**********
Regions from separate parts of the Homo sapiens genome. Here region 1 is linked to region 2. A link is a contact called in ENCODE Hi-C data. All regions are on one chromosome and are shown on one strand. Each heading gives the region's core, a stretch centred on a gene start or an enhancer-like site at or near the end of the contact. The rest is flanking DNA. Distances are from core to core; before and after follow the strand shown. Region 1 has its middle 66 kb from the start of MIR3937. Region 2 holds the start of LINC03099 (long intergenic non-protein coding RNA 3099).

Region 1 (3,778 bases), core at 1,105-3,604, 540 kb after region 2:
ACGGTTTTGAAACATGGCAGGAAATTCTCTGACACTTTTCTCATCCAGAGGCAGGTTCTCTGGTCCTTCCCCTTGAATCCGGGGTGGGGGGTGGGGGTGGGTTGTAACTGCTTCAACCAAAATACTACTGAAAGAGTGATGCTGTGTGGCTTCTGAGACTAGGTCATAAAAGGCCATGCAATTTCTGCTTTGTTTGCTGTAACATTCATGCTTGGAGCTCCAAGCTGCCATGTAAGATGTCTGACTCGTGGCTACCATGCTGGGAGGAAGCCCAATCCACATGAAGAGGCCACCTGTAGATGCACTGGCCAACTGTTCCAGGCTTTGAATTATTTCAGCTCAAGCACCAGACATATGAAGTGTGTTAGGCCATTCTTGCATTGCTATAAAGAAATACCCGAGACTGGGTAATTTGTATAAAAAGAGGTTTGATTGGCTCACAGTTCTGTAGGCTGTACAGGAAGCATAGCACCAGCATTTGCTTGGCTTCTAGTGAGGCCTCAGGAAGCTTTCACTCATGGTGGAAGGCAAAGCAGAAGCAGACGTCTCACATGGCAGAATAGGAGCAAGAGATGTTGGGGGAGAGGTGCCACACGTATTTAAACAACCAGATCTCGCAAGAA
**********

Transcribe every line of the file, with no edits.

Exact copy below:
Regions from separate parts of the Homo sapiens genome. Here region 1 is linked to region 2. A link is a contact called in ENCODE Hi-C data. All regions are on one chromosome and are shown on one strand. Each heading gives the region's core, a stretch centred on a gene start or an enhancer-like site at or near the end of the contact. The rest is flanking DNA. Distances are from core to core; before and after follow the strand shown. Region 1 has its middle 66 kb from the start of MIR3937. Region 2 holds the start of LINC03099 (long intergenic non-protein coding RNA 3099).

Region 1 (3,778 bases), core at 1,105-3,604, 540 kb after region 2:
ACGGTTTTGAAACATGGCAGGAAATTCTCTGACACTTTTCTCATCCAGAGGCAGGTTCTCTGGTCCTTCCCCTTGAATCCGGGGTGGGGGGTGGGGGTGGGTTGTAACTGCTTCAACCAAAATACTACTGAAAGAGTGATGCTGTGTGGCTTCTGAGACTAGGTCATAAAAGGCCATGCAATTTCTGCTTTGTTTGCTGTAACATTCATGCTTGGAGCTCCAAGCTGCCATGTAAGATGTCTGACTCGTGGCTACCATGCTGGGAGGAAGCCCAATCCACATGAAGAGGCCACCTGTAGATGCACTGGCCAACTGTTCCAGGCTTTGAATTATTTCAGCTCAAGCACCAGACATATGAAGTGTGTTAGGCCATTCTTGCATTGCTATAAAGAAATACCCGAGACTGGGTAATTTGTATAAAAAGAGGTTTGATTGGCTCACAGTTCTGTAGGCTGTACAGGAAGCATAGCACCAGCATTTGCTTGGCTTCTAGTGAGGCCTCAGGAAGCTTTCACTCATGGTGGAAGGCAAAGCAGAAGCAGACGTCTCACATGGCAGAATAGGAGCAAGAGATGTTGGGGGAGAGGTGCCACACGTATTTAAACAACCAGATCTCGCAAGAA